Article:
When I was 15 I acquired a few newly hatched baby chicks from my Biology teacher. It was the end of the school year and the studies which involved our observing the various stages of egg-to-birth of the chicken had come to an end. However, the wee little chicks had just arrived on the scene.
My neighbor and good friend Billy also acquired some of the chicks, though his also included a couple of ducklings and goslings. Our teacher instructed us in the make-shift incubators we should build and sent us on our merry way.
Once home, we built the cardboard and tinfoil structures, placed our little peeps into the boxes and switched on the light bulbs for warmth. Then we were off to Foxhill Pond to play Huckleberry Finn (well, I was Huckleberry Finness). We fooled around with the raft we had constructed for a while and then decided we wanted to go back home and check on the chicks.
We were horrified to find our new wards all apparently overwhelmed by the heat, lying as if dead in their boxes. Of my five, two were black and the others were yellow. Not having a clue what to do in this situation, I grabbed each chick, dipped his beak in water and held him in front of the fan. The three yellow chicks revived. The little black ones did not.
I got a little smarter after that, exchanging the 100 watt light bulb for much lower wattage model, and over the summer I raised my chicks to full maturity. One by one, the chicks, now chickens, met some demise. Either an animal or illness took two of my chickens before summer’s end. But the one who survived was my sidekick for several months. I called him Turkey, because he had one lame leg and looked funny hopping around.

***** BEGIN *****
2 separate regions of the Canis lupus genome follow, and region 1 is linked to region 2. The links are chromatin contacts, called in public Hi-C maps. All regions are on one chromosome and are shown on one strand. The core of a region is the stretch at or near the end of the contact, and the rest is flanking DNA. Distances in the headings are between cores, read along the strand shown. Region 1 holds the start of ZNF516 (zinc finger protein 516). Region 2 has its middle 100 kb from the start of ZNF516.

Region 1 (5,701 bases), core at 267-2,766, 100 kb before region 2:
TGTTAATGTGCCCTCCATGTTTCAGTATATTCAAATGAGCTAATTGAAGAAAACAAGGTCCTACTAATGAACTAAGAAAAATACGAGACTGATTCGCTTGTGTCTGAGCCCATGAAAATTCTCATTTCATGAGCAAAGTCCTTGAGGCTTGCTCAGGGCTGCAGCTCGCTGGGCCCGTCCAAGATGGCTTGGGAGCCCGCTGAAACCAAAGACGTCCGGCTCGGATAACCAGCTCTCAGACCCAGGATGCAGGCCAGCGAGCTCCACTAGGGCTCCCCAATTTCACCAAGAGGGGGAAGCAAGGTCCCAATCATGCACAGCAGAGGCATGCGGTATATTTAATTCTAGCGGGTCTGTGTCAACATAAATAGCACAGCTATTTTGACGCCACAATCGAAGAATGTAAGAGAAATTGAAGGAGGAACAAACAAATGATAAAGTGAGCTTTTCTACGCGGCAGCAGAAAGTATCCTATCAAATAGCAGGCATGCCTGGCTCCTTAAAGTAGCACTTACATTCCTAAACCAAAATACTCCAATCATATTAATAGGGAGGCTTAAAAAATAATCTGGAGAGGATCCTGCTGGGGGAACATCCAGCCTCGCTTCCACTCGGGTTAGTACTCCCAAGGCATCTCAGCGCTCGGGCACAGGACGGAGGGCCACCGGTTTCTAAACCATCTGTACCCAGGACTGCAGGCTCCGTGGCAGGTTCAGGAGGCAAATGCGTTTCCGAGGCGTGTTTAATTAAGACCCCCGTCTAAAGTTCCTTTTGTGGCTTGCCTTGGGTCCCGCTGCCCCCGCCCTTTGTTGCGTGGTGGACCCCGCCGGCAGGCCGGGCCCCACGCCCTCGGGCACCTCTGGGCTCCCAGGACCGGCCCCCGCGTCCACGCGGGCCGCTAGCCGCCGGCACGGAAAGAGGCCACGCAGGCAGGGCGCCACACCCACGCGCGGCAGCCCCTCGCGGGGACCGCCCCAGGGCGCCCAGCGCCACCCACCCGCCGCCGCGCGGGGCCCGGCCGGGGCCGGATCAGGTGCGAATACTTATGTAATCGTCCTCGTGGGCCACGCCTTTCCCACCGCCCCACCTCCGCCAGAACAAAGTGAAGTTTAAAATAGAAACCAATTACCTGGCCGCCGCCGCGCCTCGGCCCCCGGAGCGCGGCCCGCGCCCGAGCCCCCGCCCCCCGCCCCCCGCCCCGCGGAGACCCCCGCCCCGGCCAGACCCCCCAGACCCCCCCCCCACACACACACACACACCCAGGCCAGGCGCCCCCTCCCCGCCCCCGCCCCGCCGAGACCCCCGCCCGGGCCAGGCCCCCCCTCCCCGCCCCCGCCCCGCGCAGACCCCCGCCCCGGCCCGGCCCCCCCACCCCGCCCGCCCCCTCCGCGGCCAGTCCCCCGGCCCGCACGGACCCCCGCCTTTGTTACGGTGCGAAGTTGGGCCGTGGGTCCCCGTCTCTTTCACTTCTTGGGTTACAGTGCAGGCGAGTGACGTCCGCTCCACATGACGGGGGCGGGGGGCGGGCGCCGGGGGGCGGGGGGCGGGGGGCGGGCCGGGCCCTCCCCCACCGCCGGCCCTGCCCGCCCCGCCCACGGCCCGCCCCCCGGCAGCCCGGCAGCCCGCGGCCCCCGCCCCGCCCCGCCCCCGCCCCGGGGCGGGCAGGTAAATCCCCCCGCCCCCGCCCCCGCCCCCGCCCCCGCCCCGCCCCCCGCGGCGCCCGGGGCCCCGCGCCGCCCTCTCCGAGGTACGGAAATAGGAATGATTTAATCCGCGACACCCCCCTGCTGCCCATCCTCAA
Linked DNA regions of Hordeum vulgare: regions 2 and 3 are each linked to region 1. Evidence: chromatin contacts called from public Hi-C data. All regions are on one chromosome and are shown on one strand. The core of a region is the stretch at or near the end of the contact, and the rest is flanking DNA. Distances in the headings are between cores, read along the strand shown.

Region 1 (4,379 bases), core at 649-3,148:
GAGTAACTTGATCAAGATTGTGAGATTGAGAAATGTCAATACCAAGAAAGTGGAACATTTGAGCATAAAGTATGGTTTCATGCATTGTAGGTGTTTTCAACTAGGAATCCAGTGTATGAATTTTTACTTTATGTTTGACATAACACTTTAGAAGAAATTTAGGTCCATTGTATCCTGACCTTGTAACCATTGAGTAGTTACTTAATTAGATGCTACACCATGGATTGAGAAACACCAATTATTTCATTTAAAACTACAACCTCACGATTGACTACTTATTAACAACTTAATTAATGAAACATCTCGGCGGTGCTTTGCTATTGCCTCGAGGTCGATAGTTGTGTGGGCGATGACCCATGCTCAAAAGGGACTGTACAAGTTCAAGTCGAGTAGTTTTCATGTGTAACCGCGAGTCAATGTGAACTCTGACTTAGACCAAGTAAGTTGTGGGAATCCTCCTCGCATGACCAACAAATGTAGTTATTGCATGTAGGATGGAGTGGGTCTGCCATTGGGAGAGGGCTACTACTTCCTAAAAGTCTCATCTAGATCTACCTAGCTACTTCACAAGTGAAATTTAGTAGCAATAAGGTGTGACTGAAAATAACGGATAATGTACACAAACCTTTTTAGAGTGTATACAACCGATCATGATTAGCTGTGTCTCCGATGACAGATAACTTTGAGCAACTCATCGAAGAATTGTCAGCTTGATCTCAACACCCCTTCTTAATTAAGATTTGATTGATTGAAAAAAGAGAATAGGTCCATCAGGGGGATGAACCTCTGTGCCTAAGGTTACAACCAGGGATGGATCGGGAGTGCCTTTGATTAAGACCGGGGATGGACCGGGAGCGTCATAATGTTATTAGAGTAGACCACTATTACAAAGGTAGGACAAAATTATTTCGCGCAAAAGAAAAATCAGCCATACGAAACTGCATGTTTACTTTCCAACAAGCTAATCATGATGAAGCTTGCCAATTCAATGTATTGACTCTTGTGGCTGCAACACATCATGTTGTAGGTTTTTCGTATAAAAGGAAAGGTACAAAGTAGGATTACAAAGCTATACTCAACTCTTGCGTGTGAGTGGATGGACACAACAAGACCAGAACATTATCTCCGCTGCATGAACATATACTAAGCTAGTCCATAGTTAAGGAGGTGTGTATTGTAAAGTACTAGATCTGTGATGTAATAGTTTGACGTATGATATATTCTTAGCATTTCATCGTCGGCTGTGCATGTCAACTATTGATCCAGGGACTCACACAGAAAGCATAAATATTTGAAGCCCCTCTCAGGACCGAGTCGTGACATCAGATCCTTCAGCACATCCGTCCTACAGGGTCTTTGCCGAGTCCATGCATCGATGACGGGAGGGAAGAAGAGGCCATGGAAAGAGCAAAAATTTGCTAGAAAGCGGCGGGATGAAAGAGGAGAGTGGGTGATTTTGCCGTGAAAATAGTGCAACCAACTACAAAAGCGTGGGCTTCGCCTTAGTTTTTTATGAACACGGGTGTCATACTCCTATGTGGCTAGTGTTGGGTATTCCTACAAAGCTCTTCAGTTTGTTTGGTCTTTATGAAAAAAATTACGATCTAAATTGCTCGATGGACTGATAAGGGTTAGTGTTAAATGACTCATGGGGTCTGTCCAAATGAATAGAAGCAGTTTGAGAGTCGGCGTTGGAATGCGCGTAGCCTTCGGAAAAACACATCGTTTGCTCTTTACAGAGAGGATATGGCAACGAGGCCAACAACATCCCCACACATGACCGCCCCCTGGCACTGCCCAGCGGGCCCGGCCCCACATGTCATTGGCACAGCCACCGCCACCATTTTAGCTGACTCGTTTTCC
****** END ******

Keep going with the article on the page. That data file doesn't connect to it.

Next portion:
Turkey was quite a help to me during those hot days in August, that summer. My father forbid us from buying from the ice cream man, but there were no rules regarding sitting with a lame chicken at the end of the driveway when one had a good idea the ice cream man was soon to be in vicinity.
Apparently, this ice cream man thought the goofy girl with the lame chicken was a sufficiently pitiful sight to stop and chat (and give a free ice cream). So, Turkey was my best friend during the dog days of summer that year.
Over the Columbus Day weekend in October, I went backpacking/camping with some friends. I left Turkey in the care of my siblings with feeding and basic care instructions. I have no idea what happened, but Turkey passed away whilst I was camping and hiking those four days.
I decided then and there that raising chickens was probably best left to the professionals, and that I should focus on something I understood better. I had failed miserably in my well-intentioned adoption efforts and decided that no other chickens should have to be subjected to such a fate.
My friend, Billy, who had NOT fried his ducklings and goslings the first day, and who might have had more of a “fowl” touch than I, successfully raised his birds to become big, fat, sassy things, which ate ALL the lettuce and such in his father’s garden….so Billy was informed that his birds had to go. We carried the birds to Foxhill Pond and set them free in their new home. Billy went on to become a military man, a member of the Golden Knights. I went on to become a wife, mother, computer programmer…but neither of us went on to become chicken farmers….I think we made good choices. I know the chickens are happy with my choice, at least.